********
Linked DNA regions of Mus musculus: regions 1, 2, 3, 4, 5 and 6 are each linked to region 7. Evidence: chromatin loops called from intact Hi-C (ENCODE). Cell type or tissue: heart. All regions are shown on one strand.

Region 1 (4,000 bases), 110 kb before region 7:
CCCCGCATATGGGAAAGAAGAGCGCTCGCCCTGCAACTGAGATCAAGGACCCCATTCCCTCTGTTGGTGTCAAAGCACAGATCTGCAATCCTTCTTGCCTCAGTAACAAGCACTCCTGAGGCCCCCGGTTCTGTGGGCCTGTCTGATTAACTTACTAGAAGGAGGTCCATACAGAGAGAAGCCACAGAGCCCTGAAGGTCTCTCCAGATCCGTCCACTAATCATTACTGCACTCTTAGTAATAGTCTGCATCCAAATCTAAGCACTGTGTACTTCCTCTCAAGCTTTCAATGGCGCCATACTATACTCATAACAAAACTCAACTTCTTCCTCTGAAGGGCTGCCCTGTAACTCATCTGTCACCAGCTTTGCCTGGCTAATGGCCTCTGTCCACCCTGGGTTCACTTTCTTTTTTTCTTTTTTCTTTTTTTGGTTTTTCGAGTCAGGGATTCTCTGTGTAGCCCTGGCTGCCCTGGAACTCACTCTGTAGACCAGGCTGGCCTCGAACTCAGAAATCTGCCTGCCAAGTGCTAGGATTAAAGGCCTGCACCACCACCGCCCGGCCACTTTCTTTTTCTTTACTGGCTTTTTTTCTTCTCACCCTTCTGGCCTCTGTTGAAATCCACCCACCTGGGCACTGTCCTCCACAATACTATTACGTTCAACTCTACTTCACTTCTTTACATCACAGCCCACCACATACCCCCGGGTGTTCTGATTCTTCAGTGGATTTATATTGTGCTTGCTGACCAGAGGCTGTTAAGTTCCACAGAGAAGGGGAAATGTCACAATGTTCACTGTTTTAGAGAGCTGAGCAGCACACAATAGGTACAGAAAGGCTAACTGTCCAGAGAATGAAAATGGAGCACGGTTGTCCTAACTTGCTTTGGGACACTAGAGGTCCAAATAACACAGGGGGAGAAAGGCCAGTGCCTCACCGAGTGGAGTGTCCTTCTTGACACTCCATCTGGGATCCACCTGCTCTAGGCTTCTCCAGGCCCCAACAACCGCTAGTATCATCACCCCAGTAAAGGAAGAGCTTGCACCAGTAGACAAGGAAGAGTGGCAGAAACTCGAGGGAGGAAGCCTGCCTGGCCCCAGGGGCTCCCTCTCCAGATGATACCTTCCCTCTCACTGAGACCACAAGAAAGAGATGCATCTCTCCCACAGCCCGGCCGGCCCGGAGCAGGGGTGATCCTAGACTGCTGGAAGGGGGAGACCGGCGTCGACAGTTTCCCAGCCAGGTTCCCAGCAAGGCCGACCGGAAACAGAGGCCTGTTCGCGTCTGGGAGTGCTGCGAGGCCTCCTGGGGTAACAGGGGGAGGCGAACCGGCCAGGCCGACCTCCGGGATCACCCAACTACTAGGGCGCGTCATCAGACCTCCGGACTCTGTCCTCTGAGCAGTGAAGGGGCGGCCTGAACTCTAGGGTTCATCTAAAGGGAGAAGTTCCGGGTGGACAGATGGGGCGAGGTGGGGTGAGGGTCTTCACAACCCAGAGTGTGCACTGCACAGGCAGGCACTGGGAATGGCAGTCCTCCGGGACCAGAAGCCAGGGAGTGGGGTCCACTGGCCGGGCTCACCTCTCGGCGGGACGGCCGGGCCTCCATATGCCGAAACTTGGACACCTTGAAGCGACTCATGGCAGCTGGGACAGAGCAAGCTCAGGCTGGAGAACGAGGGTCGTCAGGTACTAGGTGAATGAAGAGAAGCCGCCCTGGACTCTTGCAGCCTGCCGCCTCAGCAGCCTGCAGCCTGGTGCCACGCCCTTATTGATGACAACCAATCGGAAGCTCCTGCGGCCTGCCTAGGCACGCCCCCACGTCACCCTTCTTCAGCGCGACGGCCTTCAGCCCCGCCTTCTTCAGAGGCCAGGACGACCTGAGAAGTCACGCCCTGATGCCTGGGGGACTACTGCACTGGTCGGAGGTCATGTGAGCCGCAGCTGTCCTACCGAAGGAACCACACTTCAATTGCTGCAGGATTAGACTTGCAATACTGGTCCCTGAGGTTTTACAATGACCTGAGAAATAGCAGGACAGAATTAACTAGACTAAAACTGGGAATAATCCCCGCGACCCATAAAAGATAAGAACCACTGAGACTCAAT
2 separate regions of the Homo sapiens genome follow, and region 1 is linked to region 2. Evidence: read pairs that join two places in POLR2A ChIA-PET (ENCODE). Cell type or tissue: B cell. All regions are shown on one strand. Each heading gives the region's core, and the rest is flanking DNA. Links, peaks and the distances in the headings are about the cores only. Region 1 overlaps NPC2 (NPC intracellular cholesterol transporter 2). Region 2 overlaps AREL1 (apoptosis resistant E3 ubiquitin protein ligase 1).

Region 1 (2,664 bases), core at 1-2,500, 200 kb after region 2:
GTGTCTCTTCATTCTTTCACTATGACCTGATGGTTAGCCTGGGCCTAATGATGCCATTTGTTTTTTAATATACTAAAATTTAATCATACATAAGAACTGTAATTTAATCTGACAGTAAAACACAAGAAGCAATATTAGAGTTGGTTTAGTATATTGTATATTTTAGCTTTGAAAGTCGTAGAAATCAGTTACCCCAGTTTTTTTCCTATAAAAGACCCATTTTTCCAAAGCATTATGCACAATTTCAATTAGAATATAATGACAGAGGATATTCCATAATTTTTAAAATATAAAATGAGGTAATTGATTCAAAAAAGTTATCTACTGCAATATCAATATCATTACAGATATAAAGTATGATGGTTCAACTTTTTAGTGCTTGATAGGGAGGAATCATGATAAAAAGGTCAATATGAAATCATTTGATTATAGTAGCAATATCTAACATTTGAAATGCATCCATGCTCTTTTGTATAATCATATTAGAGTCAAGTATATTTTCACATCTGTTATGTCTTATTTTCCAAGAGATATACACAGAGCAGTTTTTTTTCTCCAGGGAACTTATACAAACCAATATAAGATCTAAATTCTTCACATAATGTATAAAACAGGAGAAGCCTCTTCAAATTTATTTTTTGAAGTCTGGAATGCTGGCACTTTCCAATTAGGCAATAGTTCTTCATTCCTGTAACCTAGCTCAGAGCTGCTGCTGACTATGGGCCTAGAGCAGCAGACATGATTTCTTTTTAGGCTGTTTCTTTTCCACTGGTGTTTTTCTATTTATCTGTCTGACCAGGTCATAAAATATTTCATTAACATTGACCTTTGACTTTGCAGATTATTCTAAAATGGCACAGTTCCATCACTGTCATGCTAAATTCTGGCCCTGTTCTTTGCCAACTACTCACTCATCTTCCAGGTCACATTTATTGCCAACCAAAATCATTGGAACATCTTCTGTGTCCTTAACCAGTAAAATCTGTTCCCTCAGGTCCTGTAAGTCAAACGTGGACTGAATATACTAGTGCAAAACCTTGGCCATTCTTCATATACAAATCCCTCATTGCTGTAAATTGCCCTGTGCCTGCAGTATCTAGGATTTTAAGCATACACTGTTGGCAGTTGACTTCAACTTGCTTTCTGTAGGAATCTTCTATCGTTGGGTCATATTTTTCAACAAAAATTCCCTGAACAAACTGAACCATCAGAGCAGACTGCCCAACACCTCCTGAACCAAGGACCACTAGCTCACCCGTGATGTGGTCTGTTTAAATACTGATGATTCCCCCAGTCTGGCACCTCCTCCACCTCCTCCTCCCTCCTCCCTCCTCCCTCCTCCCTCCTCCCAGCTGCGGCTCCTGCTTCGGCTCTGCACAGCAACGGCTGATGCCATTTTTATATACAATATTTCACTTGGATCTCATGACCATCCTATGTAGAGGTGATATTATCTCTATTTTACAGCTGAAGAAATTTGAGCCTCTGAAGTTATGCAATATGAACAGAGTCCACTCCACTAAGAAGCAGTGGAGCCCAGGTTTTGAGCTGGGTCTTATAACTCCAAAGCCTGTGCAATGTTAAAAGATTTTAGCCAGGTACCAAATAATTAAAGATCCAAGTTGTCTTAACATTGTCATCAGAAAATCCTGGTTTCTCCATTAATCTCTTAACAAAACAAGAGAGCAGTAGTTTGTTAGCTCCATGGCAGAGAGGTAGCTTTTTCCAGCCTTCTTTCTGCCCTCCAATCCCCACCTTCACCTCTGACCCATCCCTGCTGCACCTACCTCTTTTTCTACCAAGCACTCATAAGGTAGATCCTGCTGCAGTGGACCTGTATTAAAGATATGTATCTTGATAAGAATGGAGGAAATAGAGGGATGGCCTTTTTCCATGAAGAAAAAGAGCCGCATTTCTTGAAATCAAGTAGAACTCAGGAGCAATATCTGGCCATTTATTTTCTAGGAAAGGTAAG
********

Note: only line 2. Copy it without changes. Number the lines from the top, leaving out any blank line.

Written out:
Region 1 (4,000 bases), 110 kb before region 7: